The third army
Wandering soldiers and the negotiation of parliamentary authority, 1642–51
in Battle-scarred
Abstract only
Log-in for full text

You are not authenticated to view the full text of this chapter or article.

manchesterhive requires a subscription or purchase to access the full text of books or journals - to see content that you/your institution should have access to, please log in through your library system or with your personal username and password.

If you are authenticated and think you should have access to this title, please contact your librarian.

Non-subscribers can freely search the site, view abstracts/extracts and download selected front and end matter. 

Institutions can purchase access to individual titles; please contact for pricing options.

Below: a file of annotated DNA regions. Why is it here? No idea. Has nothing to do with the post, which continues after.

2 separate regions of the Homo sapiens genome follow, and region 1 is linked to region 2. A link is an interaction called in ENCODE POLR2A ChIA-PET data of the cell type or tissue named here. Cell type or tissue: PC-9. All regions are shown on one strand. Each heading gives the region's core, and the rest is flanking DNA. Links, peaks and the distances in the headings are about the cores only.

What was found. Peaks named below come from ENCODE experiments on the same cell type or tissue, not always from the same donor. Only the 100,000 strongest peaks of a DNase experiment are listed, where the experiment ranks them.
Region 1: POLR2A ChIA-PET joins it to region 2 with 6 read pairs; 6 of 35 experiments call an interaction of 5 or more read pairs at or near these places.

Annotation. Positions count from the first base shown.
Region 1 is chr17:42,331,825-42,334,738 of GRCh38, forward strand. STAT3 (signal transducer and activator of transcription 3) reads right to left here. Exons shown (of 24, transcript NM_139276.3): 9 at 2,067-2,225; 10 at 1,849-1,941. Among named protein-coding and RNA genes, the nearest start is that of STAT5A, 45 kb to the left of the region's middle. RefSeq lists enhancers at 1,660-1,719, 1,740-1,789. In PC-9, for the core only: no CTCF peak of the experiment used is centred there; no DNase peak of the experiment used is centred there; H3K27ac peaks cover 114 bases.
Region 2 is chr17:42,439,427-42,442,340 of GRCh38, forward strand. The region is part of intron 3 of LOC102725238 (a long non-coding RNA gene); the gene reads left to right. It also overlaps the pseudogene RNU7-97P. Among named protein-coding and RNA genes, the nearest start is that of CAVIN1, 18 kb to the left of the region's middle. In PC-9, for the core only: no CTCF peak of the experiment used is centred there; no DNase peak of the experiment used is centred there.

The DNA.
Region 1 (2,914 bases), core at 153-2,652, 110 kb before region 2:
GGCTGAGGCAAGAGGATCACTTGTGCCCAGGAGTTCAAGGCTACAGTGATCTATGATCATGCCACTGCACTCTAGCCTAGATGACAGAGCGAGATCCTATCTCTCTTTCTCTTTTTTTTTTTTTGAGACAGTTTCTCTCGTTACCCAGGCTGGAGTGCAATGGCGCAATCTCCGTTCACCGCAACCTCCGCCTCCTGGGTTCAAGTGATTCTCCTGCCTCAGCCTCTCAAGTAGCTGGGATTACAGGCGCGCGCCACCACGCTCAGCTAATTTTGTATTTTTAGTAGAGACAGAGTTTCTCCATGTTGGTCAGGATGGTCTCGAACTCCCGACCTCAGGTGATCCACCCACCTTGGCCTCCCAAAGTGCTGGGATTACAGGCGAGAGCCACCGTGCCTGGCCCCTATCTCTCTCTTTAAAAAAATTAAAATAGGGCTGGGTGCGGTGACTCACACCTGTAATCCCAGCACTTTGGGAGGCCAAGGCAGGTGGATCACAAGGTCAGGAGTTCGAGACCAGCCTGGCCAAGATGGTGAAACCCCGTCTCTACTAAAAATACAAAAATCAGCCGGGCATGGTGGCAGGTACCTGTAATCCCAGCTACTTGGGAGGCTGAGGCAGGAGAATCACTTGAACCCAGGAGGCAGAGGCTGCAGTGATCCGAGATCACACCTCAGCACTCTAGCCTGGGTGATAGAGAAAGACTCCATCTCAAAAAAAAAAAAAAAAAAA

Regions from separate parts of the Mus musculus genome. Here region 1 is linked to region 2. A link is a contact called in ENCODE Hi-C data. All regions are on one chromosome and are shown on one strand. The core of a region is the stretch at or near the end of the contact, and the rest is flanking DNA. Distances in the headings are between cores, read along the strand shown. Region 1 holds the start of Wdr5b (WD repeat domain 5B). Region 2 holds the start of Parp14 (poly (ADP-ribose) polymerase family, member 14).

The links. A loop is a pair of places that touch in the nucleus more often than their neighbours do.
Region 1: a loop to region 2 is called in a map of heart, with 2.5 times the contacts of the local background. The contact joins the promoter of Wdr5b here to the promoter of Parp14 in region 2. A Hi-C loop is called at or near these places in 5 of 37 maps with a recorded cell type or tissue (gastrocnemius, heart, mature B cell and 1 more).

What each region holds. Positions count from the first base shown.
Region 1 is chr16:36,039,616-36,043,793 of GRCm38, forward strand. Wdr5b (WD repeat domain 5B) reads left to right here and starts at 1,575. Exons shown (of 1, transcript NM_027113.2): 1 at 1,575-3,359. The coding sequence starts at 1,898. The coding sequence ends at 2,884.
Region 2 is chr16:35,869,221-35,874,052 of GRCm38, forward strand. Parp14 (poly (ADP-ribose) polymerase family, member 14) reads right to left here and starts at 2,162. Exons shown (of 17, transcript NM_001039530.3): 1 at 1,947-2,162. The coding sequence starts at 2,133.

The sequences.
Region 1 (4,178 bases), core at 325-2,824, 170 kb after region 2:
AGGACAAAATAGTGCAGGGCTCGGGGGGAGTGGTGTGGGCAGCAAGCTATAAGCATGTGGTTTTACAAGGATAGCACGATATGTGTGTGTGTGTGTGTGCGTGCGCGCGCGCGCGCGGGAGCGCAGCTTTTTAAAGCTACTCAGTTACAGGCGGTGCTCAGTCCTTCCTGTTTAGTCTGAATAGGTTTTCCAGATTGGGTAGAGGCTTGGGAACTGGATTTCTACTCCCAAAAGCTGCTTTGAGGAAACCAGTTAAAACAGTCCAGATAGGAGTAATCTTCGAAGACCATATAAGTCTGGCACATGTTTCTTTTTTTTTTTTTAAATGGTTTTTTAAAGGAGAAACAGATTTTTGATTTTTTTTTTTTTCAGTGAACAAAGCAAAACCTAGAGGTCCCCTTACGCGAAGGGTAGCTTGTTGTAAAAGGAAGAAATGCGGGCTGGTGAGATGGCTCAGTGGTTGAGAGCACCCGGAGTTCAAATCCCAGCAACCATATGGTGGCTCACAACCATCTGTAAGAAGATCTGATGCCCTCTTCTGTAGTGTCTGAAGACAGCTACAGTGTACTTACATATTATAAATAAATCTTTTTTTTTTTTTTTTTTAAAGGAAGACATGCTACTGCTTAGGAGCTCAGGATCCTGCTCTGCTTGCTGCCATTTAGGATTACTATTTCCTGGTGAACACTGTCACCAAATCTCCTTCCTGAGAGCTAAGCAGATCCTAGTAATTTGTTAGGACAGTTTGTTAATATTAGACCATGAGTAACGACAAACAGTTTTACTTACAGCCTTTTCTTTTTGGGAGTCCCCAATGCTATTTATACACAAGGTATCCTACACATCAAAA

If you have an access token for this content, you can redeem this via the link below:

Redeem token

Historians have long been interested in vagrancy during the early modern period, and the treatment meted out to travellers by local officials. However, despite the fact that so many vagrants were conscripted for military service, little work has been done on how they fared during the British Civil Wars. The closely-related topic of ‘wandering soldiers’ remains largely unexplored, despite the fact that they featured prominently in early modern ‘rogue’ literature. Demobilised veterans and deserters did not simply go home, not least because large numbers of conscripts, being unskilled and unmarried, had little reason to do so. The chapter investigates the scale, complexity and political significance of the problems which resulted, and why, given the fact that such individuals were potentially far more dangerous than normal vagrants, the moral panics of earlier decades were not repeated.


Mortality, medical care and military welfare in the British Civil Wars


All Time Past Year Past 30 Days
Abstract Views 116 62 4
Full Text Views 30 2 0
PDF Downloads 30 3 0